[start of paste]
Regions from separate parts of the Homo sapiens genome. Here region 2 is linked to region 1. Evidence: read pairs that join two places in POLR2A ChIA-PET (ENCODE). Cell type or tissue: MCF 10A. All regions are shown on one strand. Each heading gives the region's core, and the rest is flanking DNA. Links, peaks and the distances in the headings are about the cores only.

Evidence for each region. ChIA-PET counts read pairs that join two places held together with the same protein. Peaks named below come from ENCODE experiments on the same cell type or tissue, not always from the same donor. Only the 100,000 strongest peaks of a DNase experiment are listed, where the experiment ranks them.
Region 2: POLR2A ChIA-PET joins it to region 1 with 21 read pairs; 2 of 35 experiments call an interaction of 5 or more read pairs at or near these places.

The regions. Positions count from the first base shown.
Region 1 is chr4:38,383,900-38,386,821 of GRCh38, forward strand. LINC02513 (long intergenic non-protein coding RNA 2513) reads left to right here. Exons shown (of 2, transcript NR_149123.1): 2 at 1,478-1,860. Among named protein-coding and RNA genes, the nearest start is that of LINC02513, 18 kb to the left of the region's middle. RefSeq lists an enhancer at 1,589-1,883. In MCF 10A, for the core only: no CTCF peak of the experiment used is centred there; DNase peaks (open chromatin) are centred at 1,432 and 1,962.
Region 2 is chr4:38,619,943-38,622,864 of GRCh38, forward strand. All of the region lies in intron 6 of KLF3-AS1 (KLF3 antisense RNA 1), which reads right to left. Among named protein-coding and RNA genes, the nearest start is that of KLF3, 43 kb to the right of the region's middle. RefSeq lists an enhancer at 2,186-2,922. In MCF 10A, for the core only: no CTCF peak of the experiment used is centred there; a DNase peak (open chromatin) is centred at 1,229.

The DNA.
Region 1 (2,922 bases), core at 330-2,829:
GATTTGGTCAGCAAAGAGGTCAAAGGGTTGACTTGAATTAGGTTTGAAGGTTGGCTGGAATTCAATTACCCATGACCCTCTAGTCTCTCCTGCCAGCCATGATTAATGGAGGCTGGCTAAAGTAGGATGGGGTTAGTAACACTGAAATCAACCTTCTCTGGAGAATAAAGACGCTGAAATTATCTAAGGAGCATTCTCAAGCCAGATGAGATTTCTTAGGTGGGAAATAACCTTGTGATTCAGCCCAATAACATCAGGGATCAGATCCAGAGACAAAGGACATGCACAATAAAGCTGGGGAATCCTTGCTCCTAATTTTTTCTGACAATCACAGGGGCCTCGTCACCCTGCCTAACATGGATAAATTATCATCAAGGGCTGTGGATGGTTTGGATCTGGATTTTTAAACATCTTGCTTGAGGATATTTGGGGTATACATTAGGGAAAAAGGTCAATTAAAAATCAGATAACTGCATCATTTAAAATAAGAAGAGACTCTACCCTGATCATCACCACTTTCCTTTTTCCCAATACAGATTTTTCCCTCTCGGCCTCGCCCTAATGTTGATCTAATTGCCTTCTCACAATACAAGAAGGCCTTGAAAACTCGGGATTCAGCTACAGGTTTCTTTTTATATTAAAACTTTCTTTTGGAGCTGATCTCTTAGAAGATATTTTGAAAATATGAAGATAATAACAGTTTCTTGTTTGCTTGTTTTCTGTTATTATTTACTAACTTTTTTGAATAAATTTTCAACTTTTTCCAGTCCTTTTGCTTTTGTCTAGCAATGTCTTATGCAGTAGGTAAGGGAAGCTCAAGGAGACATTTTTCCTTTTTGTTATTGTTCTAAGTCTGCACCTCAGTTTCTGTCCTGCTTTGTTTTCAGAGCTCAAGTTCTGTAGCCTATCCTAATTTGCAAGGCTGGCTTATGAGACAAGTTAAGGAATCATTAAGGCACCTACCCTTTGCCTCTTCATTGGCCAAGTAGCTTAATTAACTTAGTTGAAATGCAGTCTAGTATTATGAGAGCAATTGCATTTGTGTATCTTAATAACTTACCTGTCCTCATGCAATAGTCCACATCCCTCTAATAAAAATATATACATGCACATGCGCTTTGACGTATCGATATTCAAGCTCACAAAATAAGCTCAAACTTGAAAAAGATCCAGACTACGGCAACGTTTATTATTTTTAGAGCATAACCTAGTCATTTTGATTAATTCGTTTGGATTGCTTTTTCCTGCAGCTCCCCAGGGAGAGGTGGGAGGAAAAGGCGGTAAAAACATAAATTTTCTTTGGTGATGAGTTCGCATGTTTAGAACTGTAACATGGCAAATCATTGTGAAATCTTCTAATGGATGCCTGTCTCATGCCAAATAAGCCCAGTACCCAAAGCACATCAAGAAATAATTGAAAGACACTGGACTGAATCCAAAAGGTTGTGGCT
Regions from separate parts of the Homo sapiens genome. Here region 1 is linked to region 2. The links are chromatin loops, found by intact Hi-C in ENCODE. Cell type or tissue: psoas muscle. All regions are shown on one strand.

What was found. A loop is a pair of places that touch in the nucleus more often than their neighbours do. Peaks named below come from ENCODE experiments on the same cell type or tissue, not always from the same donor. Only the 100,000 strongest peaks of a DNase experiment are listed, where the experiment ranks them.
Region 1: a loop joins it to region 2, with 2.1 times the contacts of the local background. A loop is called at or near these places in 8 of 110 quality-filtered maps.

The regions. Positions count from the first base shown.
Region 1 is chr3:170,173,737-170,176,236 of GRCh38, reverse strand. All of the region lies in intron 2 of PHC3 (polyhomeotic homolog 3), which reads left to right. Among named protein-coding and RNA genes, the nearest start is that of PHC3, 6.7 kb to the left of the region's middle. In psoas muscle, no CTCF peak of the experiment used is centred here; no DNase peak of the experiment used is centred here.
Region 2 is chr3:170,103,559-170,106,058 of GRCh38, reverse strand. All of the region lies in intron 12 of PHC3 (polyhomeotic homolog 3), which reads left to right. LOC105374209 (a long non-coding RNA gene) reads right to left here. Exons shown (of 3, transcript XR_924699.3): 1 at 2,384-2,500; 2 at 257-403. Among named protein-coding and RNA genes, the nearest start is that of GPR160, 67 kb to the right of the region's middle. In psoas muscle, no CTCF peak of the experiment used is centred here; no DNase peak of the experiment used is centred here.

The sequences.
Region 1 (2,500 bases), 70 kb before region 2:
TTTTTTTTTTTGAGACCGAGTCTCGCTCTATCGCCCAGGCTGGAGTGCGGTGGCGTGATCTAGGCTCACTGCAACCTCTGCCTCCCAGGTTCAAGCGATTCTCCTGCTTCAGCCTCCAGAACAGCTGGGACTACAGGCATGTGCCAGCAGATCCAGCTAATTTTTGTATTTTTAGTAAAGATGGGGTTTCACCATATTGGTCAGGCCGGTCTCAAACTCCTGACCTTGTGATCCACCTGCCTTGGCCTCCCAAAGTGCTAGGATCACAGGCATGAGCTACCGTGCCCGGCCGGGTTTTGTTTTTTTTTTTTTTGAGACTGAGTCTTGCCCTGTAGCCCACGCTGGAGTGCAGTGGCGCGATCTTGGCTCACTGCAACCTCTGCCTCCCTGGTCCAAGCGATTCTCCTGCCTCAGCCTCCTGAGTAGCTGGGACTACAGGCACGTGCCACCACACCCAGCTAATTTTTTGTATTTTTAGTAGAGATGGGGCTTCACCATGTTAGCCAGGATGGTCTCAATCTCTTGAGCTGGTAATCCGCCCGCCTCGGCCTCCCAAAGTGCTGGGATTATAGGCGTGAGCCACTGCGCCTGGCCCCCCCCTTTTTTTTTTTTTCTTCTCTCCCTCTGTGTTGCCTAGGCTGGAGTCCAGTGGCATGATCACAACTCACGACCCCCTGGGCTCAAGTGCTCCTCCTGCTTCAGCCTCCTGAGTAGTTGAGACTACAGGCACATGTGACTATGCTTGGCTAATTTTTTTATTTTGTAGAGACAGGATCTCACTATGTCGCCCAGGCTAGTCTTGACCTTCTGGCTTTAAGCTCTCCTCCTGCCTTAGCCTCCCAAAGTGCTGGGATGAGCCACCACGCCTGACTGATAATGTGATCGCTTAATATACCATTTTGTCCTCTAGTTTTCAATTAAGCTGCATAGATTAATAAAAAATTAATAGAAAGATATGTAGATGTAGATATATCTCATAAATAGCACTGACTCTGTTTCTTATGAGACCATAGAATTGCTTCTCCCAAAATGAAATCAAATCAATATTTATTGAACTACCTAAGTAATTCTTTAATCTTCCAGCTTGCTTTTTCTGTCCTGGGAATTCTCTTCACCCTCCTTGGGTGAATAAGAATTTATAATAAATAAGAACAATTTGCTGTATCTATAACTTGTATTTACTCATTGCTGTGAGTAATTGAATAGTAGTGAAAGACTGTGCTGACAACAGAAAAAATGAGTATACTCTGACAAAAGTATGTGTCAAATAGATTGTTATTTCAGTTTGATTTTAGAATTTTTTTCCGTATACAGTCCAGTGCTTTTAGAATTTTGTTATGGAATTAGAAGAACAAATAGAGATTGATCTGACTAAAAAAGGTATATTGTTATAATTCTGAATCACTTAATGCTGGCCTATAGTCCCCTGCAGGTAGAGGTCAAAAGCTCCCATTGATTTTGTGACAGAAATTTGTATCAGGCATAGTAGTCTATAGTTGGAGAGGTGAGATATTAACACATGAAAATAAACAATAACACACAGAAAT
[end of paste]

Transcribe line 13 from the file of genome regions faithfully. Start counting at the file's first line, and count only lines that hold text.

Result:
The regions. Positions count from the first base shown.